Last week a jury convicted Ghislaine Maxwell on five counts of sex trafficking which should have been enough to send her to prison for an extended stay. However, since the verdict was announced there have been some complications. One of the jurors revealed to several news outlets that he’d been a victim of sexual assault and that he discussed his experiences with the jury:
Scotty David, who wishes to be identified by his first and middle name, told The Independent in his first media interview that he believed all of the victims who testified against Ghislaine Maxwell in her sex-trafficking trial that took place in lower Manhattan over the past four weeks. All of the accusers corroborated each other and were backed up by other evidence, he said…
David knows that sometimes you can misremember small details of traumatic memories without ever doubting the core of the memory. He knows that because he is himself a survivor of sexual abuse.
“I know what happened when I was sexually abused. I remember the colour of the carpet, the walls. Some of it can be replayed like a video,” he said. He explained this to the jury.
Why does this matter? Because during jury selection all of the prospective jurors were given a questionnaire. One question asked if they or anyone in their family had a past experience of sexual abuse. Presumably anyone who answered yes to that question was excused by the defense. So the fact that Scotty David wound up on the jury could mean he didn’t answer accurately on the form and that inaccuracy may have had an impact on the outcome. The NY Post reports the defense is now asking for a new trial:
In a redacted letter to Manhattan federal court Judge Alison Nathan, defense attorneys said the juror’s interviews were an “issue of pressing importance” because he told a reporter that sharing his history of sexual abuse helped convince the panel to convict Maxwell.
Portions of the letter are redacted, with the defense appearing to say the juror’s disclosure “presents incontrovertible grounds for a new trial.”…
The juror who spoke to the media, Scotty David, told Reuters that he “flew through” the questionnaire and cannot remember being asked about personal experiences with sexual abuse. He could only say he would have answered honestly.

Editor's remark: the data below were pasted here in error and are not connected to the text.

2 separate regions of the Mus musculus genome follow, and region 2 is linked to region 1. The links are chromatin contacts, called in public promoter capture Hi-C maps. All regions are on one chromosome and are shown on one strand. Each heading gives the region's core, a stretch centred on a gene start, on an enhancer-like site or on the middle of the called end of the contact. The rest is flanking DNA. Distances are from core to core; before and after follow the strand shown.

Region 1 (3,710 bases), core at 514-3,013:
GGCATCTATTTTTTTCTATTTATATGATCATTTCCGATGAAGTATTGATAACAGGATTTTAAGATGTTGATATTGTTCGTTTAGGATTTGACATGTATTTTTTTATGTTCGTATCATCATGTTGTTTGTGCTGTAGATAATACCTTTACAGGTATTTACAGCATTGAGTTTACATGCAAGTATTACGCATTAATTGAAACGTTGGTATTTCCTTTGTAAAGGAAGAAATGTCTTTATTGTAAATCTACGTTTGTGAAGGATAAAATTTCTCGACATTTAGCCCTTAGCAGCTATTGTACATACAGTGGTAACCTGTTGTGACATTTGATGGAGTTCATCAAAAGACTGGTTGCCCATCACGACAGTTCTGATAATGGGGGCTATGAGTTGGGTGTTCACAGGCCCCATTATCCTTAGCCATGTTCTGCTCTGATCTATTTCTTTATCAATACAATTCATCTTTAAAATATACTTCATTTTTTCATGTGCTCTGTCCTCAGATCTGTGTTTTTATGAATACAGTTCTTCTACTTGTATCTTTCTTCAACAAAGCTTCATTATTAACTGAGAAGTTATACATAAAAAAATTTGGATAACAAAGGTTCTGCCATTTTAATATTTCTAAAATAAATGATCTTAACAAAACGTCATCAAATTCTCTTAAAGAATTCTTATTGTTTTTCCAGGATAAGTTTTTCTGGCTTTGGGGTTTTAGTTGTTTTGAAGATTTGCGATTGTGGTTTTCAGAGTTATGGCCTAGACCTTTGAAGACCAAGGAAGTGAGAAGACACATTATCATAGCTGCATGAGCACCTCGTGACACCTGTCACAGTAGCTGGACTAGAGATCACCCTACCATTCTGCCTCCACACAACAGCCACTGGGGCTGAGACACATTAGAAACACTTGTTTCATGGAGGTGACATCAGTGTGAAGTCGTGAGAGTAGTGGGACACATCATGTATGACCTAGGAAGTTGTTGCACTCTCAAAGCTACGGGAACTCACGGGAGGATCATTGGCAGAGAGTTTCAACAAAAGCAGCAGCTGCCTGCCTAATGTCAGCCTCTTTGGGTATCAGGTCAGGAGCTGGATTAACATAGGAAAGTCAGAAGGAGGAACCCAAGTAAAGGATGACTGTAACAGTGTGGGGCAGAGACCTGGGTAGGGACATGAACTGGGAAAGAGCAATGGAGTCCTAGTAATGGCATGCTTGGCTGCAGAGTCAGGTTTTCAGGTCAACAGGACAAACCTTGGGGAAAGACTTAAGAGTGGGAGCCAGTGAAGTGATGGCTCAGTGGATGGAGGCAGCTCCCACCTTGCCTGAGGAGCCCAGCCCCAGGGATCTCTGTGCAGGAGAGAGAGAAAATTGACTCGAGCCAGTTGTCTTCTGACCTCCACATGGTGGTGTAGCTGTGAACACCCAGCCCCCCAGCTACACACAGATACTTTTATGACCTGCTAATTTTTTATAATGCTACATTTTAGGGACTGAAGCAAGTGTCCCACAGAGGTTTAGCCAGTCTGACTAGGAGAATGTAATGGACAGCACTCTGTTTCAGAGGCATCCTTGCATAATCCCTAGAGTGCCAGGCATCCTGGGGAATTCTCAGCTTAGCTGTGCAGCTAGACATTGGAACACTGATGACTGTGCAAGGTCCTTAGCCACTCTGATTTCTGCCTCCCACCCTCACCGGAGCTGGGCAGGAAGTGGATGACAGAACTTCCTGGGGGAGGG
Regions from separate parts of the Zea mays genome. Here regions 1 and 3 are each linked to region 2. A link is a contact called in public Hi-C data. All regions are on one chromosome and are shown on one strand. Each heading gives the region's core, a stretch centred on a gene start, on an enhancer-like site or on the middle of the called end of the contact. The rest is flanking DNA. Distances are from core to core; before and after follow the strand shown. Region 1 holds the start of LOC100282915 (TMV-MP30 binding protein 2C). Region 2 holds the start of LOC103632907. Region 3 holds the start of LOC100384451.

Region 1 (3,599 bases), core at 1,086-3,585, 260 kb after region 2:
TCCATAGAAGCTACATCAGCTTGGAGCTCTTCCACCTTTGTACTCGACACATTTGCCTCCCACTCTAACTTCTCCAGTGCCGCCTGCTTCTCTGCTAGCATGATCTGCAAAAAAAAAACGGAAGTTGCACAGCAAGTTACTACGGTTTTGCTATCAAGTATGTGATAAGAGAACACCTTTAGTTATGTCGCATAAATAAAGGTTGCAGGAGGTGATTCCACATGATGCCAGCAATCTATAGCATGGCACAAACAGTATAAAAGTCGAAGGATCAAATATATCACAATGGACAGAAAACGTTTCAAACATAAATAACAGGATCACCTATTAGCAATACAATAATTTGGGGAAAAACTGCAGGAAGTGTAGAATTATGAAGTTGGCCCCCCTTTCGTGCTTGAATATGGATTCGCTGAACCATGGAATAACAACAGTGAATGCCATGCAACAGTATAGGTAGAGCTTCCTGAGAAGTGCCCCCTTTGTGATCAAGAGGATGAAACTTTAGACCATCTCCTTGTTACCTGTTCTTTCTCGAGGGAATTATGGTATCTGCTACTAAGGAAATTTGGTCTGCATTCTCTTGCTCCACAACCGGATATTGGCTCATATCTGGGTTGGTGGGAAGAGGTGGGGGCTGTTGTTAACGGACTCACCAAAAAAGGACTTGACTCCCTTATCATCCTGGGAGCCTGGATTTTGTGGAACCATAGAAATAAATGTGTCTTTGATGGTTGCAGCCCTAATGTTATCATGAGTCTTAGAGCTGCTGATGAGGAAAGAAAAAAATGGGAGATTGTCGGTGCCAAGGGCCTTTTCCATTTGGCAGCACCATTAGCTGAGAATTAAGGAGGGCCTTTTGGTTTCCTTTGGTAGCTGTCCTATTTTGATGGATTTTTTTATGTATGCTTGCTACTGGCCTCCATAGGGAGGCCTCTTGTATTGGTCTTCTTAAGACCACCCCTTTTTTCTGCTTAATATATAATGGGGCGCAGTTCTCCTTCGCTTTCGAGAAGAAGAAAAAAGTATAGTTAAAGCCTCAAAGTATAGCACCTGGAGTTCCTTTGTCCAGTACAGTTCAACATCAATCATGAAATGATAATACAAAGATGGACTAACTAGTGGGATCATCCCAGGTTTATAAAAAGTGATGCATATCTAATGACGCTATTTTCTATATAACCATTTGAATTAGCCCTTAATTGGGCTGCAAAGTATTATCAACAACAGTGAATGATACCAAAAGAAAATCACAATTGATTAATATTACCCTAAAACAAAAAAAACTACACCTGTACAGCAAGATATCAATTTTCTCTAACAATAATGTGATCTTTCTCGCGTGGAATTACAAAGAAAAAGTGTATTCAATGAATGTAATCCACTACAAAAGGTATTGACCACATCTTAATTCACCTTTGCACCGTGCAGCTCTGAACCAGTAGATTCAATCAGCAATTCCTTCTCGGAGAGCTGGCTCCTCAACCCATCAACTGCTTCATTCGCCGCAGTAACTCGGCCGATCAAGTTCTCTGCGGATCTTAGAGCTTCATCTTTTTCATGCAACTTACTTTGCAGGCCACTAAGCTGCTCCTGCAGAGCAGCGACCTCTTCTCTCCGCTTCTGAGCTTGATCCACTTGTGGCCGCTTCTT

I’m not sure what the law says in this particular case but in some jurisdictions lying on a jury questionnaire can be treated as felony perjury. The prosecution, realizing this was a potentially serious problem, asked the judge to hold a hearing about the matter and suggested the juror in question be advised they might want to have their own legal counsel present at the hearing.
Meanwhile, the NY Times reported this afternoon that a second juror has come forward saying they also had experienced sexual assault. This second juror also discussed the prior assault during deliberations:
Separately, in an interview with The New York Times, a second juror described having been sexually abused as a child and said that they, too, had discussed the experience during deliberations.
The revelation, this juror said, appeared to help shape the jury’s discussions. The juror requested anonymity.
Of course it’s possible the defense made a mistake or that the language of the questionnaire wasn’t clear. I’m sure the judge will want to look at all of that. But at the moment it appears that at least two jurors may have misrepresented their own history on the jury questionnaire and, if that’s determined to be the case, the judge may feel obligated to allow a new trial.
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